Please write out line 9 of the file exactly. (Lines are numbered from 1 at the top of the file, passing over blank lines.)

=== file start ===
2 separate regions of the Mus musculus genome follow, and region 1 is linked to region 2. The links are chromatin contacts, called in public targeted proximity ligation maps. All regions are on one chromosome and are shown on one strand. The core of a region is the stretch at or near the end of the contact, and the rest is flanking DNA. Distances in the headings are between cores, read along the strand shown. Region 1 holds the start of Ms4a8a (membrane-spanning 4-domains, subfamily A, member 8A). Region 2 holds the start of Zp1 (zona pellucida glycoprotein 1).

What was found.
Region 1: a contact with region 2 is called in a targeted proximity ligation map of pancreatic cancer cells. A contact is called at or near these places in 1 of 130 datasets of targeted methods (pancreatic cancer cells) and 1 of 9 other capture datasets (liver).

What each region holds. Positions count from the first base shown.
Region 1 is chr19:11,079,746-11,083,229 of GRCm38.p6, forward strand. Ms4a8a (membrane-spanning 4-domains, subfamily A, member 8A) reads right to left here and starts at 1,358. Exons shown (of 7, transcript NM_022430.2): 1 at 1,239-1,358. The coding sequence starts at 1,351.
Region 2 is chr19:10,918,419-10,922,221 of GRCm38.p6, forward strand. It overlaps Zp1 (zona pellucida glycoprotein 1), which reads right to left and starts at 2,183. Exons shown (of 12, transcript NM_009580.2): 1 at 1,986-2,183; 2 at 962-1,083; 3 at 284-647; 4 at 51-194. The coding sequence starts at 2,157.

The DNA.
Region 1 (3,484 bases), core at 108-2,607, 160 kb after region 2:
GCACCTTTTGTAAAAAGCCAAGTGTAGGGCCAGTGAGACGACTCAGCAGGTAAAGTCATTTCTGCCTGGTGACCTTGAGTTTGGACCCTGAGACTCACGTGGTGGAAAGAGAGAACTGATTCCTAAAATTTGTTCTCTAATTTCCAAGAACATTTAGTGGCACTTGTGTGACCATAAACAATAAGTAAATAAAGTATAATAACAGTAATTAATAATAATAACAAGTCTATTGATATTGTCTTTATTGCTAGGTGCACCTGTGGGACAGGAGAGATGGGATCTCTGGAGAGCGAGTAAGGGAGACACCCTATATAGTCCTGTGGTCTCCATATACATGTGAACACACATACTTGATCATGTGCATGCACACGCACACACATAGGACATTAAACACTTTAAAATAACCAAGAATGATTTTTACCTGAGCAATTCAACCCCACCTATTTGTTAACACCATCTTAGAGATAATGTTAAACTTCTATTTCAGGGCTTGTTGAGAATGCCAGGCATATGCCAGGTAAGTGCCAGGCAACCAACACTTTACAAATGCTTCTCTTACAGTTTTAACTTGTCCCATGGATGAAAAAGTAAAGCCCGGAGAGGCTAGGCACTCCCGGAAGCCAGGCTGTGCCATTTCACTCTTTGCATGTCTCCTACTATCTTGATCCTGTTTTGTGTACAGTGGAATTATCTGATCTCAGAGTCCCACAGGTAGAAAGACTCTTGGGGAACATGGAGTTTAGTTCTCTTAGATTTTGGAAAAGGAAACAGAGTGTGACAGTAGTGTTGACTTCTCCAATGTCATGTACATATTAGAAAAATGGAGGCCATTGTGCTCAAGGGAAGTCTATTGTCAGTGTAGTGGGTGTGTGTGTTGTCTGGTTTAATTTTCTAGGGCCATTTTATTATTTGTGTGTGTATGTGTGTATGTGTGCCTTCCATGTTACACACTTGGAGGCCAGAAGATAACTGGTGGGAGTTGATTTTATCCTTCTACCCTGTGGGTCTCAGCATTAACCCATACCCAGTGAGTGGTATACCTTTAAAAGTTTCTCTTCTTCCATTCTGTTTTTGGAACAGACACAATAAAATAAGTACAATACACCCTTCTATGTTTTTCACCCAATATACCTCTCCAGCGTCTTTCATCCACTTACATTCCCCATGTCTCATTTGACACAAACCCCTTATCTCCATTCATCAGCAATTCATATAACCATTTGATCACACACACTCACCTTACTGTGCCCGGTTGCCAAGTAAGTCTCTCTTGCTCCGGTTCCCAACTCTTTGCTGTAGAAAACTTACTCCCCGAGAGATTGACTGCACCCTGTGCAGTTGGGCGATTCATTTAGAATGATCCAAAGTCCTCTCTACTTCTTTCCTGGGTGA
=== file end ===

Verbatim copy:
GCACCTTTTGTAAAAAGCCAAGTGTAGGGCCAGTGAGACGACTCAGCAGGTAAAGTCATTTCTGCCTGGTGACCTTGAGTTTGGACCCTGAGACTCACGTGGTGGAAAGAGAGAACTGATTCCTAAAATTTGTTCTCTAATTTCCAAGAACATTTAGTGGCACTTGTGTGACCATAAACAATAAGTAAATAAAGTATAATAACAGTAATTAATAATAATAACAAGTCTATTGATATTGTCTTTATTGCTAGGTGCACCTGTGGGACAGGAGAGATGGGATCTCTGGAGAGCGAGTAAGGGAGACACCCTATATAGTCCTGTGGTCTCCATATACATGTGAACACACATACTTGATCATGTGCATGCACACGCACACACATAGGACATTAAACACTTTAAAATAACCAAGAATGATTTTTACCTGAGCAATTCAACCCCACCTATTTGTTAACACCATCTTAGAGATAATGTTAAACTTCTATTTCAGGGCTTGTTGAGAATGCCAGGCATATGCCAGGTAAGTGCCAGGCAACCAACACTTTACAAATGCTTCTCTTACAGTTTTAACTTGTCCCATGGATGAAAAAGTAAAGCCCGGAGAGGCTAGGCACTCCCGGAAGCCAGGCTGTGCCATTTCACTCTTTGCATGTCTCCTACTATCTTGATCCTGTTTTGTGTACAGTGGAATTATCTGATCTCAGAGTCCCACAGGTAGAAAGACTCTTGGGGAACATGGAGTTTAGTTCTCTTAGATTTTGGAAAAGGAAACAGAGTGTGACAGTAGTGTTGACTTCTCCAATGTCATGTACATATTAGAAAAATGGAGGCCATTGTGCTCAAGGGAAGTCTATTGTCAGTGTAGTGGGTGTGTGTGTTGTCTGGTTTAATTTTCTAGGGCCATTTTATTATTTGTGTGTGTATGTGTGTATGTGTGCCTTCCATGTTACACACTTGGAGGCCAGAAGATAACTGGTGGGAGTTGATTTTATCCTTCTACCCTGTGGGTCTCAGCATTAACCCATACCCAGTGAGTGGTATACCTTTAAAAGTTTCTCTTCTTCCATTCTGTTTTTGGAACAGACACAATAAAATAAGTACAATACACCCTTCTATGTTTTTCACCCAATATACCTCTCCAGCGTCTTTCATCCACTTACATTCCCCATGTCTCATTTGACACAAACCCCTTATCTCCATTCATCAGCAATTCATATAACCATTTGATCACACACACTCACCTTACTGTGCCCGGTTGCCAAGTAAGTCTCTCTTGCTCCGGTTCCCAACTCTTTGCTGTAGAAAACTTACTCCCCGAGAGATTGACTGCACCCTGTGCAGTTGGGCGATTCATTTAGAATGATCCAAAGTCCTCTCTACTTCTTTCCTGGGTGA